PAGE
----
Fishers, divers help track marine species
A new national tracking program will allow fishers, divers and beachgoers to help track marine species.
Fisher, divers and beachgoers alike can contribute to a tracking map of species they see. (Credit: Rick Stuart-Smith)
THANKS TO A HELPING hand from the public along with government grants, scientists will be able to map the migration of fish, turtles, sharks and other marine species around the Tasmanian coast.
In 2009, researchers from the University of Tasmania set up the interactive REDMAP (Range Extension Database and Mapping Project) website, where fishers, divers, swimmers, and beachgoers could report the presence of marine species in in local Tasmanian seas. The aim was to identify sea creatures' marine habitat and what may be altered by climate change.
Originally exclusive to Tasmania, the project will expand to the whole Australian coast in November 2012.
"REDMAP acts as an important early indicator for new species being reported in an area they have not been found in before" says Phillip Glyde, deputy secretary of the federal Department of Agriculture, Fisheries and Forestry, which helped fund the expansion of the REDMAP project through the Climate Change Research program.
Marine conservation help from fishers
Thanks to member sightings, REDMAP has shown that some species of fish tend inhabit areas further south than they are usually found. Increasing sea temperature driven by climate change may force fish to travel south to cooler waters, the researchers say.
For Dr Alexandra Campbell, an ecologist from the University of New South Wales, making REDMAP available to 3.5 million fishers and divers nationwide is a boon for science. "Using this sort of unconventional tool for gathering data on the location and condition of marine species is essential in a country like Australia, which has an extensive coastline and limited resources to carry out specialist monitoring programs" she says.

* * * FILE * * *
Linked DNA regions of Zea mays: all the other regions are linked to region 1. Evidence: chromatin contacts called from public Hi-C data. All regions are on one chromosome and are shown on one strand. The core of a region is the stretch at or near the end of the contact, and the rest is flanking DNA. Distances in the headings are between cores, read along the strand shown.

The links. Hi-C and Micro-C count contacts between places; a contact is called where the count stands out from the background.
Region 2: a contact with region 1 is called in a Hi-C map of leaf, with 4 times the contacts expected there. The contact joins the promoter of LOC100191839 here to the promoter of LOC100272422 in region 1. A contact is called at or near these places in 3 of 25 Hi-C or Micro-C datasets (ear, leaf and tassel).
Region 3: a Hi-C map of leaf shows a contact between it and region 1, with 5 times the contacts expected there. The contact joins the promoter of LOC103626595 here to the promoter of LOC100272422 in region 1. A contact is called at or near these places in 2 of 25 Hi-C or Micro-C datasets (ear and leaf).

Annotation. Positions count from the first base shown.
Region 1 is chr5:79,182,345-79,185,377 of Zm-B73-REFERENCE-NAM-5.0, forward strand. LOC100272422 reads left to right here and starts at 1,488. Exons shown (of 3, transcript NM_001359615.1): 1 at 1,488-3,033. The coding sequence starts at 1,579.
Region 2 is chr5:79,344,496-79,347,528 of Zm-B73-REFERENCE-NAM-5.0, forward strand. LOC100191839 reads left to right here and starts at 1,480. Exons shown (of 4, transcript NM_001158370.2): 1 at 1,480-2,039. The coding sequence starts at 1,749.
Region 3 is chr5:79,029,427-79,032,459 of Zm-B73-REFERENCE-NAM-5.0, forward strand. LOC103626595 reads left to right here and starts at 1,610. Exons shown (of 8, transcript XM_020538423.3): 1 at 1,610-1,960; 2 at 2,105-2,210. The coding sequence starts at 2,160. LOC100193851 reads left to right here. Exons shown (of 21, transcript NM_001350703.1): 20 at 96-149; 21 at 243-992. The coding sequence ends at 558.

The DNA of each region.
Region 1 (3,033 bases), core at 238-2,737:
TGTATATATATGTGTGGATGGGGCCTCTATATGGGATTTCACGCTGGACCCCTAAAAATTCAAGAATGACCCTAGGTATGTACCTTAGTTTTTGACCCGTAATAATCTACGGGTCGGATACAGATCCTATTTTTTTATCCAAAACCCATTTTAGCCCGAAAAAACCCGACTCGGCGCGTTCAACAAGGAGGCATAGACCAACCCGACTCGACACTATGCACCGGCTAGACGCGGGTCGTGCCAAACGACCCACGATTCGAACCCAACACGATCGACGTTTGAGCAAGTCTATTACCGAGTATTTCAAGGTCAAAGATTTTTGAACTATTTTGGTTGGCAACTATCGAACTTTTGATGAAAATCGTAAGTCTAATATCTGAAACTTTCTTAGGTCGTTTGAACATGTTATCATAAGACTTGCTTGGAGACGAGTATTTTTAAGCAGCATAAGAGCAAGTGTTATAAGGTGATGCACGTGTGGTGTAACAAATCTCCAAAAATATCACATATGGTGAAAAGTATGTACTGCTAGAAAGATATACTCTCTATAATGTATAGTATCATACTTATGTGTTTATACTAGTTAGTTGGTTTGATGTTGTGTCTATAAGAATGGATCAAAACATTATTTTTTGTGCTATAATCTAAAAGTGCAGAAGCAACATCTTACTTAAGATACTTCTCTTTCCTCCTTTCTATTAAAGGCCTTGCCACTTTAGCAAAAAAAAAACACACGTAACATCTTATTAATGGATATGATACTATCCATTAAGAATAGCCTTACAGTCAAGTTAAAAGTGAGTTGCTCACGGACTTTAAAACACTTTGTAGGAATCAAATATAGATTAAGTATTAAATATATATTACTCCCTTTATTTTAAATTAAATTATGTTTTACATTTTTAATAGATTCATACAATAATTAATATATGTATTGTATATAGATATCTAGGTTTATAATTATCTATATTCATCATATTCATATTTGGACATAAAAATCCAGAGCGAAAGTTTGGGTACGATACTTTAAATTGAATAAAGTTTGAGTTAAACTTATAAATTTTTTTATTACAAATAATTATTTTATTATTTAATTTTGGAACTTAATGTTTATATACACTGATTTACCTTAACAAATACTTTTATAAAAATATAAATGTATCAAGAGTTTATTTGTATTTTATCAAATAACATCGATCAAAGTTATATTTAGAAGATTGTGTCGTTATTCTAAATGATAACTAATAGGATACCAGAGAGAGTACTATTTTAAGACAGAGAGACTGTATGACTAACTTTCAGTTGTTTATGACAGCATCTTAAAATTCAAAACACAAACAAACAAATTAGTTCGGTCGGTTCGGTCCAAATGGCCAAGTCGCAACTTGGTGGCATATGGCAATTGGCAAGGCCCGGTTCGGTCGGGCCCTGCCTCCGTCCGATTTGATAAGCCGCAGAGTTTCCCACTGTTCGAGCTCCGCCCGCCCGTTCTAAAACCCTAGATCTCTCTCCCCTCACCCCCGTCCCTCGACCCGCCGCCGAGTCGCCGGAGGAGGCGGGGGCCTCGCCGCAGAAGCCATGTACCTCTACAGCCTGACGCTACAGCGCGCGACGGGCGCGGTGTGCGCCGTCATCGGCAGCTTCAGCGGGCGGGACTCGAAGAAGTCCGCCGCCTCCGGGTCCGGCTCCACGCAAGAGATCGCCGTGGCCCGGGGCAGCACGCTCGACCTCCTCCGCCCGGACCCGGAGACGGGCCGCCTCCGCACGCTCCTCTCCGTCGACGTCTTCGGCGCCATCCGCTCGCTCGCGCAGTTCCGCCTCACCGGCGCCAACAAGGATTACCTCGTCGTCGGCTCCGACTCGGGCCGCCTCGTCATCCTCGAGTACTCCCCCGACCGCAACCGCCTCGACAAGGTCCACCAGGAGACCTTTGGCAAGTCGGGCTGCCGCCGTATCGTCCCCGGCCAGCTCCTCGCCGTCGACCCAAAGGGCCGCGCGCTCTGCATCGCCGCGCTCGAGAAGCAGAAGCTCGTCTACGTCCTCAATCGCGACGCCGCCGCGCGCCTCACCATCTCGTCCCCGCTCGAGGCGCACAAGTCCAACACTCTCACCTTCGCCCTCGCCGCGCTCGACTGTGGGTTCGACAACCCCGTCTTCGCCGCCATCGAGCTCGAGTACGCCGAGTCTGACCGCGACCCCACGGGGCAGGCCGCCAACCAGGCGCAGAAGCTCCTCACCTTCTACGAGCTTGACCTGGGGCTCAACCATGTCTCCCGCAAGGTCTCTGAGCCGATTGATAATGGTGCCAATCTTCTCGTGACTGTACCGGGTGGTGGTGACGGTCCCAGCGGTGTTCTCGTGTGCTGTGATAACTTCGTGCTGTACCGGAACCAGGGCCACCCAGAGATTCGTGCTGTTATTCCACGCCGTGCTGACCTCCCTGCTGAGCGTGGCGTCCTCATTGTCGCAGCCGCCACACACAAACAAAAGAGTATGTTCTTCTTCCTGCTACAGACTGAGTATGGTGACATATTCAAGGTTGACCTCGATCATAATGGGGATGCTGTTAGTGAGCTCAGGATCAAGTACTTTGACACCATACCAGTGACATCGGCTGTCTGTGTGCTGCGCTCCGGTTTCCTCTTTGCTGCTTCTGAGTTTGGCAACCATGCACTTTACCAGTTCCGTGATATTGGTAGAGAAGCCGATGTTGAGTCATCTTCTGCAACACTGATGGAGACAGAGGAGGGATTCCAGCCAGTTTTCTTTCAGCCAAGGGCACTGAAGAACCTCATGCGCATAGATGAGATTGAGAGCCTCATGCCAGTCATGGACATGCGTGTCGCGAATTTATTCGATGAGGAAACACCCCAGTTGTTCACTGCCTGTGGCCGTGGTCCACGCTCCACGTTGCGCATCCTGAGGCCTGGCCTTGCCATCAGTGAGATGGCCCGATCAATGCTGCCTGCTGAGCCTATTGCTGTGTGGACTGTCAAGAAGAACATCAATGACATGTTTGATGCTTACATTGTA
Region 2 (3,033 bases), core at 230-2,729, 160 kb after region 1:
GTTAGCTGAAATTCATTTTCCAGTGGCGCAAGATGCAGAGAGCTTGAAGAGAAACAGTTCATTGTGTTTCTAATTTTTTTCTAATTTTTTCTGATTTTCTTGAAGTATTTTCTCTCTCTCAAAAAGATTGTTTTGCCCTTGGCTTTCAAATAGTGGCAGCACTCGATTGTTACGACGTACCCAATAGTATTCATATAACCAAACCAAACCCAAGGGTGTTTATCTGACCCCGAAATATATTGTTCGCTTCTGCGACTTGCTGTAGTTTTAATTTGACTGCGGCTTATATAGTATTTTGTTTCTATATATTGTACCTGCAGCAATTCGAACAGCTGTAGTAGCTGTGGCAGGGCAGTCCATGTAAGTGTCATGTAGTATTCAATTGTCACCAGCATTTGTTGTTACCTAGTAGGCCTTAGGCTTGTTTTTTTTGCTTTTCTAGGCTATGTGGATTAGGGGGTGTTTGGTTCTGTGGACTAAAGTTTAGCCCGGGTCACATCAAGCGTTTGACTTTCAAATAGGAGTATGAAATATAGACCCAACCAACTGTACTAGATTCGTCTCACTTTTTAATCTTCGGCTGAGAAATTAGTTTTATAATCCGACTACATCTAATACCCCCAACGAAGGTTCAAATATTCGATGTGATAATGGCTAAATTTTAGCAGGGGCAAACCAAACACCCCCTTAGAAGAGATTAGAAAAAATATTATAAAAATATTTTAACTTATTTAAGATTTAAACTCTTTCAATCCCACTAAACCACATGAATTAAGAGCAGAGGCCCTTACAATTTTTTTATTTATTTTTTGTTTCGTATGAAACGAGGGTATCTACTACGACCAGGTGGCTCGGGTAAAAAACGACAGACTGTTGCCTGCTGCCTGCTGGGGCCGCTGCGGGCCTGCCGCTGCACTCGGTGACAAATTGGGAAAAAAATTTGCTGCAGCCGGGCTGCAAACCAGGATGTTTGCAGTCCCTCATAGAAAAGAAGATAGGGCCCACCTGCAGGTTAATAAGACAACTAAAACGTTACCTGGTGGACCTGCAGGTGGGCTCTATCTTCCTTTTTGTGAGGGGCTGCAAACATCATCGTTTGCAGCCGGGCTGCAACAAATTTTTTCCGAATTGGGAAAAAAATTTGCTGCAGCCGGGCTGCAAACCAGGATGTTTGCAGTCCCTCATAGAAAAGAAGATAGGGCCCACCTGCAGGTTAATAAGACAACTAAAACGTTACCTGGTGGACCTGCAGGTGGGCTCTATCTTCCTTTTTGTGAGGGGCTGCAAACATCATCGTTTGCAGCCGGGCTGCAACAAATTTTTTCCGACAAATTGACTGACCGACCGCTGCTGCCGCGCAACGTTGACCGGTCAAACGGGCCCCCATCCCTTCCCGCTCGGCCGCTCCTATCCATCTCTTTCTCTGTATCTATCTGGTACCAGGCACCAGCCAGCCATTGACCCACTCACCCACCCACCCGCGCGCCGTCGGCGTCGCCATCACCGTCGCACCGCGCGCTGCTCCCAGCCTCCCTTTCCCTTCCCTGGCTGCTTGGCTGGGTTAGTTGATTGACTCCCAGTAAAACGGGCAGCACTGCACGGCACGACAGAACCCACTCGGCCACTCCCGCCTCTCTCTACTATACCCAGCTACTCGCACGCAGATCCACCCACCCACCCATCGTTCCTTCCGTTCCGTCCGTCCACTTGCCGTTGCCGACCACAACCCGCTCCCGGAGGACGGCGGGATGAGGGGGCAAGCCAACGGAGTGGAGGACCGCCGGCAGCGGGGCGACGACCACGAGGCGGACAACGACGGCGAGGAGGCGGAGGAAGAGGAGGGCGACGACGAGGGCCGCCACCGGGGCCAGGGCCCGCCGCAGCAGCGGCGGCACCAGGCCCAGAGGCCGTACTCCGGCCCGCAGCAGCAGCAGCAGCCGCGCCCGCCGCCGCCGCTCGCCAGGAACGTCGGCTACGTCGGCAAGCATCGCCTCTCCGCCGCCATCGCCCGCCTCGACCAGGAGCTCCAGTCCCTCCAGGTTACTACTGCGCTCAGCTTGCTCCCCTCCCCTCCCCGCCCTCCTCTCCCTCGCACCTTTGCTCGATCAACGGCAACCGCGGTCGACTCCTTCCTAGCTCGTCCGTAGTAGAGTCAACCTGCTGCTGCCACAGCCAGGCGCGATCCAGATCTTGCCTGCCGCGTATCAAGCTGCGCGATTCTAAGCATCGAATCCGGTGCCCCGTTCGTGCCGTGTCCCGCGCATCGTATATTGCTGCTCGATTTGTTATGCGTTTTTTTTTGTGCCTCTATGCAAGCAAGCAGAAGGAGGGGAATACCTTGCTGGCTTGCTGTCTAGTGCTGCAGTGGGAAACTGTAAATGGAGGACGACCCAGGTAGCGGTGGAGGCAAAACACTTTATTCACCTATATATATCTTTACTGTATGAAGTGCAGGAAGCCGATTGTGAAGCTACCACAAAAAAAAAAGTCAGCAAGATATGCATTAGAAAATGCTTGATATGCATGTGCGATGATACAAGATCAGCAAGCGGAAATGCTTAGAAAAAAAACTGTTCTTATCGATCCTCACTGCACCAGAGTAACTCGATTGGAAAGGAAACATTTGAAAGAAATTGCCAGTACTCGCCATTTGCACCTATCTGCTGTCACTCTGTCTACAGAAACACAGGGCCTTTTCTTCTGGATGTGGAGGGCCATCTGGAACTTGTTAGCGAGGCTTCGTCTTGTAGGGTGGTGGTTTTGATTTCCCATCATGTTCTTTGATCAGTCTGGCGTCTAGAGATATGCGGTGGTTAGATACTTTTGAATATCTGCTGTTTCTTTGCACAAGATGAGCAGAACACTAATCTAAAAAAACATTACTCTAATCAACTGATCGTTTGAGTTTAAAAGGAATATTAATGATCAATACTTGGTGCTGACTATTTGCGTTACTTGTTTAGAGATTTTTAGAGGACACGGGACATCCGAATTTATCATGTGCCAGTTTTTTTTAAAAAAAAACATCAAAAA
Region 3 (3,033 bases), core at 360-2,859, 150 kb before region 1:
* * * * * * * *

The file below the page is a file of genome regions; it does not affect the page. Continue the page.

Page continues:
Researchers hope the program will raise awareness of the impact of climate change on marine life.
"We're involving people in the discovery of how our ecosystems are changing - engaging people in the science of climate change through activities they enjoy like fishing and diving" says Dr Gretta Pecl, a marine ecologist at the University of Tasmania and principal researcher for REDMAP. "People are very happy about having something valuable to contribute to scientific research."
A smart phone application is being be developed to enable Australian fishers, boaters or divers to log sightings and photos of uncommon species instantly and on the spot. These will be checked by scientists at REDMAP and instantly mapped on the website.
For more information and a list of the species of interest, visit the REDMAP website.
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